(In the Bahamas)


I sat up, blinking my eyes and looking toward the ocean past the rise of sand in front of me. Without my glasses it was only tan blur and blue blur.


Places are run-down or smart, that’s all. They also have a farmhouse in the poison-ivy fields of eastern Long Island. They go there once a year and they play tennis, swim or sail, eat hash-cakes, talk and make love. 400 pages, and that’s it for the great outdoors.


For Rhinehart’s dice decisions to carry an element of risk, they need to have a public, someone who might react. But that’s really only for it to go well in a story. For the patient the important thing is what they change about themselves. Thus Rhinehart’s (or anyone’s) “concern” for their effect on others is another name for the patterned behaviour that is to be vanquished. And as others have discovered, rolling the hateful dice makes rolling the loveful dice play a lot better anyway.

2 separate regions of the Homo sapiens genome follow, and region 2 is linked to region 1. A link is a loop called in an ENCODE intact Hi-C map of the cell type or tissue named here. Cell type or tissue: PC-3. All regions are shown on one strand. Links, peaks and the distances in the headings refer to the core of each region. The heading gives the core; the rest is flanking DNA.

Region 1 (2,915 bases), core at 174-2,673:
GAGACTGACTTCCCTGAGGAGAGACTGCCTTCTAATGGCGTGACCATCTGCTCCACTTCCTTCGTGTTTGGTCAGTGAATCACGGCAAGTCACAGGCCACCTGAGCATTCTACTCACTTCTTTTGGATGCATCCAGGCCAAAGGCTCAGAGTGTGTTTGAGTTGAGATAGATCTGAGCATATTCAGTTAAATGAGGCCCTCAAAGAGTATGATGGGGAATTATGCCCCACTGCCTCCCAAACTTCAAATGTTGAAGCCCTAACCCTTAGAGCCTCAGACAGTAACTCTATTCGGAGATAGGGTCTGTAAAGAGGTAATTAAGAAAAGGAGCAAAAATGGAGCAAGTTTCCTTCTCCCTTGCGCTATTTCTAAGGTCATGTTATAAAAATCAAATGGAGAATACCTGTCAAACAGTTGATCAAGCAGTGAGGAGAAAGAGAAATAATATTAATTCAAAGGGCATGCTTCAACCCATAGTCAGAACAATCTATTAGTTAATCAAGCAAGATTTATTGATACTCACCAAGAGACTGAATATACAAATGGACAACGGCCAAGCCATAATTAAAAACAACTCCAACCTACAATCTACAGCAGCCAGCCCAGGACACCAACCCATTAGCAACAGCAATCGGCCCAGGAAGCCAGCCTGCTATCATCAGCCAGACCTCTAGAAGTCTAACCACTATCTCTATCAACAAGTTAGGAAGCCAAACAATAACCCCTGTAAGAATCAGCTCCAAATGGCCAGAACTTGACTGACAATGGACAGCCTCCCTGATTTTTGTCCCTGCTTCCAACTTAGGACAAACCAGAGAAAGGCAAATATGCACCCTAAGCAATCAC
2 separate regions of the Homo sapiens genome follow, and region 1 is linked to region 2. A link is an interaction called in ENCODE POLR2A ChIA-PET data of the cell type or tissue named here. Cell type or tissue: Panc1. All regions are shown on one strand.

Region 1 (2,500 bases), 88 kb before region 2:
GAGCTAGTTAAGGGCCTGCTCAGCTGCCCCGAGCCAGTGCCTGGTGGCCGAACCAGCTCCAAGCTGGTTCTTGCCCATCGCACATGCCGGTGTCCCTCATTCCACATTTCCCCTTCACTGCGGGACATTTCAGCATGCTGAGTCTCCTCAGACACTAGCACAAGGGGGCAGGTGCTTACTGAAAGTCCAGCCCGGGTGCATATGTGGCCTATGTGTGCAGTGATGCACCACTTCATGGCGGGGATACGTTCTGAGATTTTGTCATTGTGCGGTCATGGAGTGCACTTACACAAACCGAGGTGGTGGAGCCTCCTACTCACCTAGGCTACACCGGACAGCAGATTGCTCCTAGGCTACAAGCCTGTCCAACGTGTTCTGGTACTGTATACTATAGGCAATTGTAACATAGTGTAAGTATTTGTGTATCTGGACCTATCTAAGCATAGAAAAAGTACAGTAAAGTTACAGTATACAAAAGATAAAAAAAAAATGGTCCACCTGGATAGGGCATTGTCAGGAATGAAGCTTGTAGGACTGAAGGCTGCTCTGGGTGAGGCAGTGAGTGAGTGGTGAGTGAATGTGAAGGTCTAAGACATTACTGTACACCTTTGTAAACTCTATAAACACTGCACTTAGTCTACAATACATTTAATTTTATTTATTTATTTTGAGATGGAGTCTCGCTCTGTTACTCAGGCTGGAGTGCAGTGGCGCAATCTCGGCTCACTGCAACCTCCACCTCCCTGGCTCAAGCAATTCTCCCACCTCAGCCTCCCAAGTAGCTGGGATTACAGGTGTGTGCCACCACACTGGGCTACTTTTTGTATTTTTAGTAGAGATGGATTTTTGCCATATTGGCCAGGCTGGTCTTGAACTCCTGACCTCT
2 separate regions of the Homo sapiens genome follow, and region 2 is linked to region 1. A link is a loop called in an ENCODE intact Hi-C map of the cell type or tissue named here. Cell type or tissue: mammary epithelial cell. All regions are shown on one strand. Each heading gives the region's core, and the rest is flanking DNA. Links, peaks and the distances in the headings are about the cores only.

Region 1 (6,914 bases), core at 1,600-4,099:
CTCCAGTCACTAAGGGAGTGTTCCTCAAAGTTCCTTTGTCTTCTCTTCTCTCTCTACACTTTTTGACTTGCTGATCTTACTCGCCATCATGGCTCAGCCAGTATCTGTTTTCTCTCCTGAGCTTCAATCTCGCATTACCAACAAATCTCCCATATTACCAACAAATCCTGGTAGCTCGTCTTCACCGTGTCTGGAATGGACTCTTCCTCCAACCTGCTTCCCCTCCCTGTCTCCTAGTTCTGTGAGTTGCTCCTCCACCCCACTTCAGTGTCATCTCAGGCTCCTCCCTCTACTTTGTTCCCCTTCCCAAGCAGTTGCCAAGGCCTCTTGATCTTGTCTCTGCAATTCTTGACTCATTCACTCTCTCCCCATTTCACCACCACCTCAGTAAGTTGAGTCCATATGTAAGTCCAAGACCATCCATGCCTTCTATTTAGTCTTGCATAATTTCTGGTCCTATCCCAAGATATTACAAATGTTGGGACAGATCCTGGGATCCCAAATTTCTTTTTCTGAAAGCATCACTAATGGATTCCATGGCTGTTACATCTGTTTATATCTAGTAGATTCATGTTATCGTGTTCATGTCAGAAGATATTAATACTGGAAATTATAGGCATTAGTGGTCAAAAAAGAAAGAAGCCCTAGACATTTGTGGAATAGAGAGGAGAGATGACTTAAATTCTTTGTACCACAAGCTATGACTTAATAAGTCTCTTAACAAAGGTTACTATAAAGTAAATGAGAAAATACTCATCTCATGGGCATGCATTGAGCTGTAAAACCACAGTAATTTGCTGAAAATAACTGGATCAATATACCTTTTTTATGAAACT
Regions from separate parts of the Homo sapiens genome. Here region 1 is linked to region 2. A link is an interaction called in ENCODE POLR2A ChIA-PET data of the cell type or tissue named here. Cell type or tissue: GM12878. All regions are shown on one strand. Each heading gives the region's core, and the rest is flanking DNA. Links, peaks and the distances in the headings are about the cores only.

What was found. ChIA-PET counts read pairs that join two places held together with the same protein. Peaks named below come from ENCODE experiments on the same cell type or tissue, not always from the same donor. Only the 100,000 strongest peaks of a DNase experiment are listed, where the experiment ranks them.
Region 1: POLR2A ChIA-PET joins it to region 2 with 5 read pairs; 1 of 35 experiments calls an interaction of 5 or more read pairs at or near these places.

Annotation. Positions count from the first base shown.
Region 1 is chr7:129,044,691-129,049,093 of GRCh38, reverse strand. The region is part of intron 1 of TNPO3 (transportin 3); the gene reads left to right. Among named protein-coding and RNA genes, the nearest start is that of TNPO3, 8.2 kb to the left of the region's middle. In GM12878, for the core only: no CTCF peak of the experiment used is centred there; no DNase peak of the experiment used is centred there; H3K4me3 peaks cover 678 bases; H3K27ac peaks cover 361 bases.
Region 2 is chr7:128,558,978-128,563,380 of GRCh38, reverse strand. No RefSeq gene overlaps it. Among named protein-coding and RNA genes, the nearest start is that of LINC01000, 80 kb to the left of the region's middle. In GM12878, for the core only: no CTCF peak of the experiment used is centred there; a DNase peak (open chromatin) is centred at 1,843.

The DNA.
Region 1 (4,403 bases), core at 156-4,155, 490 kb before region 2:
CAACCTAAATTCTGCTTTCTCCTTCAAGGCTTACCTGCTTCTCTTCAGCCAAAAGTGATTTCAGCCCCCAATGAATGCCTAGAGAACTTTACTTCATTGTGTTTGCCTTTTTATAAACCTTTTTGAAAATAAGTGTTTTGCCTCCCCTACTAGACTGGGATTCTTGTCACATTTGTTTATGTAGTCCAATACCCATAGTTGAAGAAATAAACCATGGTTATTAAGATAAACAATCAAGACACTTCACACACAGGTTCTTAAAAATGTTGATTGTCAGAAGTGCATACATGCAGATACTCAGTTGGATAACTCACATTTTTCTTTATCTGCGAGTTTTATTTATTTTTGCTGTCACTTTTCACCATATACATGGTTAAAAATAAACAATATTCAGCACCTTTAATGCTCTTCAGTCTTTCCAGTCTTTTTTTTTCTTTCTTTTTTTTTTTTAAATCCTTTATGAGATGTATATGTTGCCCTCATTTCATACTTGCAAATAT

Still, Rhinehart’s concern for the human and bodily is intense, which is why he plays games with it.


There’s another day that Rhinehart happens to be in beautiful surroundings –


one lovely Indian Summer day, with the birds twittering outside in the bushes of my newly rented Catskill farmhouse, the autumn leaves blowing and blinding in the sun and a little beagle puppy I’d just been given wagging his tail at my feet.


What’s this? Is he really interested in this? – No, it’s here for a purpose. He’s idly tossing dice. Then the dice come up snake eyes and he has to kill someone. In a complicated way he throws to find out who, and after some elimination he’s down to a shortlist of six, including his son and his closest work colleague. He begins to sweat, and now the earlier paragraph pays out.


Anxiety is a difficult emotion to describe. The colorful leaves outside the window no longer seemed vibrant; they seemed glossy as if being revealed in an overexposed technicolor film. The twitter of the birds sounded like a radio commercial. My new beagle bitch snored in a corner as if she were a debauched old bitch. The day seemed overcast even as the sun off a white tablecloth in the dining room blinded my eyes.